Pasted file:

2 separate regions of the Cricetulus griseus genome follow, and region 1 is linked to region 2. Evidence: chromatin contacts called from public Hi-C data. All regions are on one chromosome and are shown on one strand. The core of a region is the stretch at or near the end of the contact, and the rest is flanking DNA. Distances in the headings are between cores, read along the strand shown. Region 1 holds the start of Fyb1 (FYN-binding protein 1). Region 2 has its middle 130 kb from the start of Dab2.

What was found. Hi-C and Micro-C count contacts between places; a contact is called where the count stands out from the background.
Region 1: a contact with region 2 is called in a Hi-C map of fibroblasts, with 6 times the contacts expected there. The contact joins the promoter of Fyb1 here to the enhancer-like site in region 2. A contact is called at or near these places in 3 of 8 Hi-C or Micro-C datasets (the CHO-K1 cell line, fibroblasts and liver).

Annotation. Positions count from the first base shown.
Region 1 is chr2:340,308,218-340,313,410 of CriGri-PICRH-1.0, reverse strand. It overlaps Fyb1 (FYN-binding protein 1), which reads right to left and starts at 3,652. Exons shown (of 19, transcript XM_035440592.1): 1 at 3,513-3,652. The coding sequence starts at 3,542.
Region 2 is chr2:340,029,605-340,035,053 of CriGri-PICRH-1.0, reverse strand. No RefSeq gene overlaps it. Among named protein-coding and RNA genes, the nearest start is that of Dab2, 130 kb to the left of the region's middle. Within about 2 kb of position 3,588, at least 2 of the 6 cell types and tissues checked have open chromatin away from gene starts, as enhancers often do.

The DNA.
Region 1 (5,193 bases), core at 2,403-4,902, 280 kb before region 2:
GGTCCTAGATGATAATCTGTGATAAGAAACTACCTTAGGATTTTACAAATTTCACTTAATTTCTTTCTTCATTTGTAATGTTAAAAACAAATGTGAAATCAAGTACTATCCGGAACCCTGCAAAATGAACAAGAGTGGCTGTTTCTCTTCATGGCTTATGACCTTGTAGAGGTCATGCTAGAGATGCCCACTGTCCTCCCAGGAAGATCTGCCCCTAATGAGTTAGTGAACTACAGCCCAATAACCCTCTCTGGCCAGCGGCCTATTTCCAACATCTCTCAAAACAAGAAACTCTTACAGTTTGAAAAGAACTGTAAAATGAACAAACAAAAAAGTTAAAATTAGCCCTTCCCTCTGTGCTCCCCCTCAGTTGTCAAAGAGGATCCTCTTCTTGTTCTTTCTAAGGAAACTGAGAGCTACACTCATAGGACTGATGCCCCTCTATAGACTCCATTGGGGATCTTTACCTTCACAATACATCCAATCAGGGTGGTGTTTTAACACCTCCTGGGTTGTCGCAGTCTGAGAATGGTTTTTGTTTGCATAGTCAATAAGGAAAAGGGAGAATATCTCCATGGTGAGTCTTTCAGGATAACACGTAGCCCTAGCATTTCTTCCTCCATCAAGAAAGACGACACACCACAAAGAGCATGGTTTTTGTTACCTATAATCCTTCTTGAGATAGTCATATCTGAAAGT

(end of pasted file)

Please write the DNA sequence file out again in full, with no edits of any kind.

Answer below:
2 separate regions of the Cricetulus griseus genome follow, and region 1 is linked to region 2. Evidence: chromatin contacts called from public Hi-C data. All regions are on one chromosome and are shown on one strand. The core of a region is the stretch at or near the end of the contact, and the rest is flanking DNA. Distances in the headings are between cores, read along the strand shown. Region 1 holds the start of Fyb1 (FYN-binding protein 1). Region 2 has its middle 130 kb from the start of Dab2.

What was found. Hi-C and Micro-C count contacts between places; a contact is called where the count stands out from the background.
Region 1: a contact with region 2 is called in a Hi-C map of fibroblasts, with 6 times the contacts expected there. The contact joins the promoter of Fyb1 here to the enhancer-like site in region 2. A contact is called at or near these places in 3 of 8 Hi-C or Micro-C datasets (the CHO-K1 cell line, fibroblasts and liver).

Annotation. Positions count from the first base shown.
Region 1 is chr2:340,308,218-340,313,410 of CriGri-PICRH-1.0, reverse strand. It overlaps Fyb1 (FYN-binding protein 1), which reads right to left and starts at 3,652. Exons shown (of 19, transcript XM_035440592.1): 1 at 3,513-3,652. The coding sequence starts at 3,542.
Region 2 is chr2:340,029,605-340,035,053 of CriGri-PICRH-1.0, reverse strand. No RefSeq gene overlaps it. Among named protein-coding and RNA genes, the nearest start is that of Dab2, 130 kb to the left of the region's middle. Within about 2 kb of position 3,588, at least 2 of the 6 cell types and tissues checked have open chromatin away from gene starts, as enhancers often do.

The DNA.
Region 1 (5,193 bases), core at 2,403-4,902, 280 kb before region 2:
GGTCCTAGATGATAATCTGTGATAAGAAACTACCTTAGGATTTTACAAATTTCACTTAATTTCTTTCTTCATTTGTAATGTTAAAAACAAATGTGAAATCAAGTACTATCCGGAACCCTGCAAAATGAACAAGAGTGGCTGTTTCTCTTCATGGCTTATGACCTTGTAGAGGTCATGCTAGAGATGCCCACTGTCCTCCCAGGAAGATCTGCCCCTAATGAGTTAGTGAACTACAGCCCAATAACCCTCTCTGGCCAGCGGCCTATTTCCAACATCTCTCAAAACAAGAAACTCTTACAGTTTGAAAAGAACTGTAAAATGAACAAACAAAAAAGTTAAAATTAGCCCTTCCCTCTGTGCTCCCCCTCAGTTGTCAAAGAGGATCCTCTTCTTGTTCTTTCTAAGGAAACTGAGAGCTACACTCATAGGACTGATGCCCCTCTATAGACTCCATTGGGGATCTTTACCTTCACAATACATCCAATCAGGGTGGTGTTTTAACACCTCCTGGGTTGTCGCAGTCTGAGAATGGTTTTTGTTTGCATAGTCAATAAGGAAAAGGGAGAATATCTCCATGGTGAGTCTTTCAGGATAACACGTAGCCCTAGCATTTCTTCCTCCATCAAGAAAGACGACACACCACAAAGAGCATGGTTTTTGTTACCTATAATCCTTCTTGAGATAGTCATATCTGAAAGT